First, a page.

Hassan Nurullah
The Cain Praxis
By Hassan Nurullah
October 29, 2011

Thus far, I've made no attempts at maintaining any sort of unbiased approach in my comments vis-à-vis the Republican field of presidential hopefuls. I have declared myself for Herman Cain. With the possible exception of Newt Gingrich, Herman Cain in my opinion, is the smartest person vying for the nations highest office on either side of the political spectrum, by a mile!

I would like to see Herman Cain as president and Newt Gingrich as his Chief of Staff, in an advisory role, where Mr. Gingrich's impressive breadth of political savvy could be best employed. With Congressman Marco Rubio (R-FL) installed as vice president and waiting in the wings, the right would have a secure hold on the Executive branch for some time to come.

Your opinion may vary and that's swell. But what I find distressing is the right's inability to learn. I am being charitable in offering that last statement because I fear the reality may be far worse than a simple conservative learning disorder — perhaps even sinister.

How else to explain the right's propensity for self-immolation? No...wait...let's make that the establishment right.

The grass roots right just gets their hopes crushed as the establish elephant, gorging on the peanuts they hand him, grows and grows until the grass roots are pressed and suffocated against the walls of the conservative leadership's narrow, little minds.

This is the second presidential election cycle where this behavior can be observed. The establishment right wing leadership works hand-in-glove with the ultra-liberal left wing media machine. Their mission? Destroy the most galvanizing conservative candidates.

In the last cycle, the establishment left had their money on Hillary Clinton and the leftist grass roots panted for Barack Obama. By establishment right wing standards neither of these candidates would have made the cut. If the left had followed the right's modus operandi, the Democrat candidate would have likely been either Joe Biden or a pre-scandal John Edwards — the leftist doppelgängers of the doddering John McCain and the affable Mitt Romney.

Why Hillary Clinton, whose experience consisted of being President Clinton's First Lady and some eight years in the Senate qualified her to be president is God's own mystery to those of us with a brain. Moreover, how the far less impressive three years served in the Senate by Mr. Obama made him a practical choice to hold the highest office in the land is an even greater conundrum. Yet here we are.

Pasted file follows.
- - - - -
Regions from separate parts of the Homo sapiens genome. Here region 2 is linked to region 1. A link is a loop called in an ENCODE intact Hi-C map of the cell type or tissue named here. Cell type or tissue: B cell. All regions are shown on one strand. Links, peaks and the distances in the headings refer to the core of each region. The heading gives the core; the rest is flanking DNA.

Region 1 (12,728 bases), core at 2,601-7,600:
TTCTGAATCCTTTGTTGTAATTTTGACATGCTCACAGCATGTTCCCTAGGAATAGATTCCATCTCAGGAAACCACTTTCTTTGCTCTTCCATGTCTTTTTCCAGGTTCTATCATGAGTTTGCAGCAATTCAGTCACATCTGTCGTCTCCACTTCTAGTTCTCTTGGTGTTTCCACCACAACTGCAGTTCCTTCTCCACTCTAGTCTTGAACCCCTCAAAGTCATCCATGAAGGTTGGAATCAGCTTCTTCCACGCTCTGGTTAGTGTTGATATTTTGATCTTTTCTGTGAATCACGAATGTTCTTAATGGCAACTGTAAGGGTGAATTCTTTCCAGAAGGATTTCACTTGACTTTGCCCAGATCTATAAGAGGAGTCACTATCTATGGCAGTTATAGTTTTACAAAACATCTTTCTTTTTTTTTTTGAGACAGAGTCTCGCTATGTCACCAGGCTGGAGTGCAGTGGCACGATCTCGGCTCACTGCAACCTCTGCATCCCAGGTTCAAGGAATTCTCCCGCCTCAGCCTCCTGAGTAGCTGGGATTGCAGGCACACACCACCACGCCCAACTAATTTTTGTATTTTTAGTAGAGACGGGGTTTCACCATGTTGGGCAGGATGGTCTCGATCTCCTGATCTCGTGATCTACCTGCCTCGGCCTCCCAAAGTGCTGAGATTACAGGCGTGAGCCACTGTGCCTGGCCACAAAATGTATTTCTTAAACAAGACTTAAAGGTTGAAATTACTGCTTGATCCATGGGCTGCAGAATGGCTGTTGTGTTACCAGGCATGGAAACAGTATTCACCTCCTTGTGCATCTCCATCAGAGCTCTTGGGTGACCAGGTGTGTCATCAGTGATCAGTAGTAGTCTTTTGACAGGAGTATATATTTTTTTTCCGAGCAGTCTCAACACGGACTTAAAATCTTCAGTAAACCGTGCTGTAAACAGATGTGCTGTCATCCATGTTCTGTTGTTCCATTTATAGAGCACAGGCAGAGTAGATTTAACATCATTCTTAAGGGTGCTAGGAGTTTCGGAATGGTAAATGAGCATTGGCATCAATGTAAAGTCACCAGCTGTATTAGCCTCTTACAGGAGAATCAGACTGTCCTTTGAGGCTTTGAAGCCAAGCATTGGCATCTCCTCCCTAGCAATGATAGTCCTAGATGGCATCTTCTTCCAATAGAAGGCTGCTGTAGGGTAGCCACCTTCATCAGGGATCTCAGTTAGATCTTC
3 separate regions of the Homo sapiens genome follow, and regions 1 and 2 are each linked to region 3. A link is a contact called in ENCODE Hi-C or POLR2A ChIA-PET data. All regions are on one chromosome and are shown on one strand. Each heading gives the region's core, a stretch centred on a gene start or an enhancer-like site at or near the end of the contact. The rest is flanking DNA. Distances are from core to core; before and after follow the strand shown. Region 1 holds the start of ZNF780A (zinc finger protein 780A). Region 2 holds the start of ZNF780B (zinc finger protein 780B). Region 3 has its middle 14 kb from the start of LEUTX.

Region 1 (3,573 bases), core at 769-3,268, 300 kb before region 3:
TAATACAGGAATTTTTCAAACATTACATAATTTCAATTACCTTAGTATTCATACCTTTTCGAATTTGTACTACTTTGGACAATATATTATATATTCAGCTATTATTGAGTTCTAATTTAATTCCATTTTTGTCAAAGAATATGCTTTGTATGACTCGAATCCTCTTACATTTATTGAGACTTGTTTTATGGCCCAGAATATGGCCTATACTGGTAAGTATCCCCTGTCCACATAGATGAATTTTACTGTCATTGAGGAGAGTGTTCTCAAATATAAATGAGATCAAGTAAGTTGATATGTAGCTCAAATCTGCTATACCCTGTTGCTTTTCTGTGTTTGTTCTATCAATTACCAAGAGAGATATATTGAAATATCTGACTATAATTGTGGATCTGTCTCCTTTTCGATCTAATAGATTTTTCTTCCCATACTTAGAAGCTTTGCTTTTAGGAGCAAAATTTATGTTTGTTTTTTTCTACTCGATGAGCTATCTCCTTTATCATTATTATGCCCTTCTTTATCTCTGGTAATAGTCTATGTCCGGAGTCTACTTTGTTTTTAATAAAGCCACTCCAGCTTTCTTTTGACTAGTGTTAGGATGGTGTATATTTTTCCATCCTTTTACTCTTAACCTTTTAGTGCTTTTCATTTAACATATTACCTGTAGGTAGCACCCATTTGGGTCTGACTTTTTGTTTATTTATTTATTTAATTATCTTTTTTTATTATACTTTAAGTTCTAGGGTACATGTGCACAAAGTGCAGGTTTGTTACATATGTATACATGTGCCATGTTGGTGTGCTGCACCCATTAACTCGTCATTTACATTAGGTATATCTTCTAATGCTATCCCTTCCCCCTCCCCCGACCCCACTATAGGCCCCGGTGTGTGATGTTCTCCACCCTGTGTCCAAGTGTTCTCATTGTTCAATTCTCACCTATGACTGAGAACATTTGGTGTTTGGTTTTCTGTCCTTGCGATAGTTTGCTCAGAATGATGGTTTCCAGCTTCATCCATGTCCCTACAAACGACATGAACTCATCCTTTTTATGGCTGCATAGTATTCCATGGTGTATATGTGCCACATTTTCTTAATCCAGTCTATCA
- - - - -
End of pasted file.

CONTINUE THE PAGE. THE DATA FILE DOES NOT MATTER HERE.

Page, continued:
The left didn't stop to quibble over who is smarter than who, or which person would actually make a good president — Democrats just wanted a win. The liberal establishment knew that the emotionally charged, reactionary leftist grass roots wanted Mrs. Clinton or Mr. Obama. Thus, they threw their weight behind those two choices.

Meanwhile the right spent their time convincing the right wing grass roots the candidates they were most excited about could not defeat McCain and that McCain was the only person who, in the general election, could ever hope to beat Clinton or Obama. And again, here we are.

The tragedy is that the popular candidates the establishment right and conservative media aided the left in tearing down — like Mike Huckabee — would not have been settling. Mr. Huckabee was a proven commodity and would have been infinitely more preferable to Mr. Obama.

So while the left stood behind questionable but galvanizing candidates, chanting "yes we can" with blind enthusiasm, the right discarded capable popular candidates in favor of the feckless John McCain with a refrain akin to "we could have, but we chose not to."

The establishment right told the grass roots, "Huck may be sexy, but McCain is old and we are smarter than you are."

We are seeing the same old tableau erected again in this election cycle. Herman Cain and to a lesser extent Rick Perry offer actual solutions. Noted economic wonk, Paul Ryan on Cain's 999 Plan: "We need more bold ideas like this because it is specific and credible," Though Ryan declared himself, "...more of a flat-tax kind of a guy." Which is much like the plan offered by governor Perry. Nevertheless the establishment continues to tout Mitt Romney who hasn't added anything to the debate in the form of tangible self-originating ideas.

Herman Cain also enjoys popular support, reflected in a barrage of first place finishes in the polls. Mitt Romney in the last cycle was neither popular with the establishment nor the grass roots. This time the establishment has chosen him, but he still remains unpopular with the grass roots. The establishment continues to apply a steady oppressive resolution in it's anointing of Romney.